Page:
Catholic bishops approved a proposal Saturday allowing some married men to be ordained as priests in the Amazon region.
The proposal, which must be approved by Pope Francis, would be a historic change to the church’s centuries-old tradition of unmarried priests.
It passed by a vote of 128-41 and applies only to some churches in the Amazon region that are experiencing a shortage of priests.
The region includes parts of Bolivia, Brazil, Colombia, Ecuador, French Guiana, Guyana, Peru, Suriname, and Venezuela.
The proposal, known as “viri probati,” refers to older Catholic men, who have stable families, are respected in their communities and who are already ordained as deacons in the church.
Allowing married men to become priests is not the same thing as allowing priests to marry, so the change would not affect the rule of celibacy for Catholic priests, who are not allowed to marry.
Pope Francis must approve the proposal for it go into effect, something he said he hopes to respond to by the end of the year. The pope has previously stated he was open to studying the possibility of allowing married men to be ordained.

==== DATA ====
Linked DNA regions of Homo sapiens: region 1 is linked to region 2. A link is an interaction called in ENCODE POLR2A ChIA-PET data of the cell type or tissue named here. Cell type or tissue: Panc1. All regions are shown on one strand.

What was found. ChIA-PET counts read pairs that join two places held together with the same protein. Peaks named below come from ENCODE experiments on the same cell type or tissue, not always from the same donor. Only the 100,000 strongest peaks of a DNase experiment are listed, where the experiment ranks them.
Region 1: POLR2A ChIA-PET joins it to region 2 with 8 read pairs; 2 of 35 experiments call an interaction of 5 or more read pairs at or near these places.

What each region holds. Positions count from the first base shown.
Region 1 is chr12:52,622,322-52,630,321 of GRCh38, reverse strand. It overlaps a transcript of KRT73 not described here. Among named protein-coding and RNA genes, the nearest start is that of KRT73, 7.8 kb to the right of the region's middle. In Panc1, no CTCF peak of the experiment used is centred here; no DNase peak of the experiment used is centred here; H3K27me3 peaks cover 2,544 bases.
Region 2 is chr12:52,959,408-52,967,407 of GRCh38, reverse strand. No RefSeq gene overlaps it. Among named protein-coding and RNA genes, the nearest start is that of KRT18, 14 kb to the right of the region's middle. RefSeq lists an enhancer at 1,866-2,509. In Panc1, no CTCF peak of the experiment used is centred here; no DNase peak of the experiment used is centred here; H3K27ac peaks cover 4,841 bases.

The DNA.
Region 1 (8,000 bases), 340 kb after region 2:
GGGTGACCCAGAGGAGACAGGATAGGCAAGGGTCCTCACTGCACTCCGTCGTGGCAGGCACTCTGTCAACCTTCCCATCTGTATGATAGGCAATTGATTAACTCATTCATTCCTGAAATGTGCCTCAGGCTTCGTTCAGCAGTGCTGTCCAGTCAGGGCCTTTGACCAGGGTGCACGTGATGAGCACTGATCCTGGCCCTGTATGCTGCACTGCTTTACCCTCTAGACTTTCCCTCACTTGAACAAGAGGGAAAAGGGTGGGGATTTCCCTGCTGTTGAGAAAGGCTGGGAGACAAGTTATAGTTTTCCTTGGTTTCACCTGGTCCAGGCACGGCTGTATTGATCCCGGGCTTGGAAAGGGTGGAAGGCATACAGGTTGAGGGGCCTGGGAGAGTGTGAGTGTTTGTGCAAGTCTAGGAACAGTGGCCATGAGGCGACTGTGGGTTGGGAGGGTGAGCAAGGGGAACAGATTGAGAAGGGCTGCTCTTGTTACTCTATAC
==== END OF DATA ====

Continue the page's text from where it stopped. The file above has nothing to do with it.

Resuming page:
Although the Catholic Church currently only ordains unmarried men to the priesthood, some converts, from Anglicanism for example, can become Catholic priests even if they are already married.
The proposal to ordain married men was one of the most contentious recommendations voted on Saturday evening at the conclusion of a three-week-long meeting at the Vatican to discuss environmental and religious issues affecting the Amazon region.
The Vatican invited 184 bishops and priests from the Amazon region and around the world for the special meeting known as a synod. Thirty-five women, mostly religious sisters, and nuns were invited but did not have voting rights.
Another proposal recommended continuing to study the possibility of ordaining women as deacons.
A commission set up by Francis in 2016 did not result in any conclusive recommendations.